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I've just read in Rotman's group theory textbook the proof of the following statement:

Statement

If $n$ is a positive integer, then $$n=\sum_{d|n} \phi(d),$$

where the sum is over all divisors $d$ of $n$ with $1 \leq d \leq n$.

Proof. If $C$ is a cyclic subgroup of a group $G$, let $gen(C)$ denote the set of all its generators. It is clear that $G$ is the disjoint union $G = \coprod gen(C)$, where $C$ ranges over all the cyclic subgroups of $G$. We have just seen, when $G$ is cyclic of order $n$, that there is a unique cyclic subgroup $C_d$ of order $d$ for every divisor $d$ of $n$. Therefore, $n = |G| = \sum_{d|n}|gen(C_d)|$. In Exercise 2.20, however, we saw that $|gen(C_d)| = \phi(d)$; the result follows.

This is a very nice result and the proof is pretty short and simple, however I have a basic doubt, I don't see why $$G= \coprod gen(C)$$

it is evident that any generator is an element of $G$,so I can see one of the inclusions, but I don't see why $G \subset \coprod gen(C)$, maybe I am not understanding what $gen(C)$ is, I interpret it as $gen(C)=\{g \in G : <g>=C\}$, if $c \in C$, then $c=g^k$ for some $k$, but this doesn't imply that $c \in \{g \in G : <g>=C\}$, so what $gen(C)$ is as a set?

I hope it is clear what my doubt is, I would appreciate if someone could clear this up to me.

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    $\begingroup$ $\operatorname{gen} (C)$ is the set of generators of the subgroup $C$ of $G$. Since every element of $G$ generates some (cyclic) subgroup of $C$, you have $G \subset \coprod_{C \leqslant G} \operatorname{gen} (C)$. $\endgroup$ – Daniel Fischer Sep 27 '14 at 20:45
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Probably gives that proof because the book is on group theory.

A function $f$ from the positive integers to the positive integers (or to any semigroup, really) is called multiplicative if $\gcd(a,b)=1$ implies $f(ab) = f(a) f(b).$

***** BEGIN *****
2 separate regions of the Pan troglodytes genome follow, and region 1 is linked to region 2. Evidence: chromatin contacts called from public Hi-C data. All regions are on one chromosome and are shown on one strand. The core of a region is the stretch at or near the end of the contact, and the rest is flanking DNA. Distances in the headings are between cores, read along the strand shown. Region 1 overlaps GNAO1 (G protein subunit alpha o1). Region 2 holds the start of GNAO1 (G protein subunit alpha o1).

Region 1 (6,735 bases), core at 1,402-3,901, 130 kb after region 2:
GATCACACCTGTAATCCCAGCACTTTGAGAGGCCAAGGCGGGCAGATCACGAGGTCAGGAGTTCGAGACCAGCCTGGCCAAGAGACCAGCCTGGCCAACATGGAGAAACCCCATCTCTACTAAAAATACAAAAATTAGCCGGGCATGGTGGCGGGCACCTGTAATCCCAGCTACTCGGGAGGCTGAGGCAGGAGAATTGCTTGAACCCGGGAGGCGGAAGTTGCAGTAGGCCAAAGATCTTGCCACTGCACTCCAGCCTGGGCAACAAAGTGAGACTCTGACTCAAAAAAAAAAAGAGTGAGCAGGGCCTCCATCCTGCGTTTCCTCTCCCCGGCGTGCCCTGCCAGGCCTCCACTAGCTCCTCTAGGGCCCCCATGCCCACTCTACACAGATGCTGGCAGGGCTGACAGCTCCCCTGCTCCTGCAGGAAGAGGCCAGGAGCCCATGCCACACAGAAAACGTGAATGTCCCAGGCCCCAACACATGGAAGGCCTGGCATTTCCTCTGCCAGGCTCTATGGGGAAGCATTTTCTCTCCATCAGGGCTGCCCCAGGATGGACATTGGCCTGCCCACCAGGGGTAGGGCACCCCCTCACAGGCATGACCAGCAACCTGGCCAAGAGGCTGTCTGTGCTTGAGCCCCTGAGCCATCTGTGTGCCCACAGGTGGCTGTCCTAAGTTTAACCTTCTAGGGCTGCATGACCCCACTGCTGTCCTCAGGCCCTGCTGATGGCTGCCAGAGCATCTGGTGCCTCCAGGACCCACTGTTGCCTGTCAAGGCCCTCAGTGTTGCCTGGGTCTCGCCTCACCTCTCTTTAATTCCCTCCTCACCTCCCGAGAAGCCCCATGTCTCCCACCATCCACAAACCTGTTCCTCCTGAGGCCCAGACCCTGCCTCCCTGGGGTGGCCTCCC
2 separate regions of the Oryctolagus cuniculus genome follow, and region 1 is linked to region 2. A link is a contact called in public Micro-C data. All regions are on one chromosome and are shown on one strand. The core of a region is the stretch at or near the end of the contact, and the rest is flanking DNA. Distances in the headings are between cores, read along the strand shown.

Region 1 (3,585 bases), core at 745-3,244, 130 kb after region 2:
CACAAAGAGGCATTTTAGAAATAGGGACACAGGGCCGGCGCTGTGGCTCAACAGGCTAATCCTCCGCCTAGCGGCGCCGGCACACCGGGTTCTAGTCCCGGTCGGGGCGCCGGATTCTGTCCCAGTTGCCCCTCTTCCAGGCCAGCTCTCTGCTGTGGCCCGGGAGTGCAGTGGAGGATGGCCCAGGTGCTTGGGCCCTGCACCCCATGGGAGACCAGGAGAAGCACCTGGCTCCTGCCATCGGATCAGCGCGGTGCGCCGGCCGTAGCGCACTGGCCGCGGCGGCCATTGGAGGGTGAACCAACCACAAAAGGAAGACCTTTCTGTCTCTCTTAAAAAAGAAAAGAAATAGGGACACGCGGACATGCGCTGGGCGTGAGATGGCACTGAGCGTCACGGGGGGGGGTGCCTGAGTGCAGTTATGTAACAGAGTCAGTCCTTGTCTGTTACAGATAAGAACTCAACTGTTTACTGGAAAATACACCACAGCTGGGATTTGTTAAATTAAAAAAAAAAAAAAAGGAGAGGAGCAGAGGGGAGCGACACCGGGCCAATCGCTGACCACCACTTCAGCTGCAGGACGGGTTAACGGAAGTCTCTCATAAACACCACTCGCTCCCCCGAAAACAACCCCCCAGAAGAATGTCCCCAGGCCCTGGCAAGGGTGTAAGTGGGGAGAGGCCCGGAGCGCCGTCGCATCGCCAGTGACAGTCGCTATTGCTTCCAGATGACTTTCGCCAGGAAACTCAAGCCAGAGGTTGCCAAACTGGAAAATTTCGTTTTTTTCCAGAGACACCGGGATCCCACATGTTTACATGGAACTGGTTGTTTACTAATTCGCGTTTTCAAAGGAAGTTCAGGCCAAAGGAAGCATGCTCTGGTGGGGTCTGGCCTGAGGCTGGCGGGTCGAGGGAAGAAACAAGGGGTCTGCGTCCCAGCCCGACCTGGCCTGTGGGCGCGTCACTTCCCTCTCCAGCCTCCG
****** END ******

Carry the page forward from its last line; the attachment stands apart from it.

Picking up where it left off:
Given any such $f,$ one may prove without trouble that $$g(n) = \sum_{d|n} f(d)$$ is multiplicative in the same sense. As a result, it suffices to check any relation on primes and prime powers. $$ 1 + (p-1) = p, $$ $$ 1 + (p-1) + (p^2 - p) = p^2, $$ $$ 1 + (p-1) + (p^2 - p) + (p^3 - p^2)= p^3, $$ and so on.

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It might be the case Rotman means to consider the set of generators of subgroups of $G$. Let me give an example. Take the group $C_{21}=\{1,\ldots,g^{20}\}$. The generators of the trivial groups are $1$, of the cyclic subgroup of size $7$, $g^k$ such that $k<21$ and $21/(k,21)=7$, i.e. such that $(k,21)=3$, i.e. such that $(k,7)=1$ and $3\mid k$. These are $g^3,g^6,g^9,g^{12},g^{15},g^{18}$. The generators of the cyclic subgroup of size $3$ are similarily those $k<21$ such that $(k,3)=1$ and $7\mid k$, so $g^7,g^{14}$, and finally the generators of $G$ itself which are $g,g^2,g^4,g^5,g^8,g^{10},g^{11},g^{13},g^{16},g^{17},g^{19},g^{20}$.

The tally is thus that $$21=1+2+6+12=\varphi(21/21)+\varphi(21/7)+\varphi(21/3)+\varphi(21/1)$$

The point here is that for $C_n$; the cyclic subgroup of order $d\mid n$ has exactly $\varphi(n/d)$ generators.

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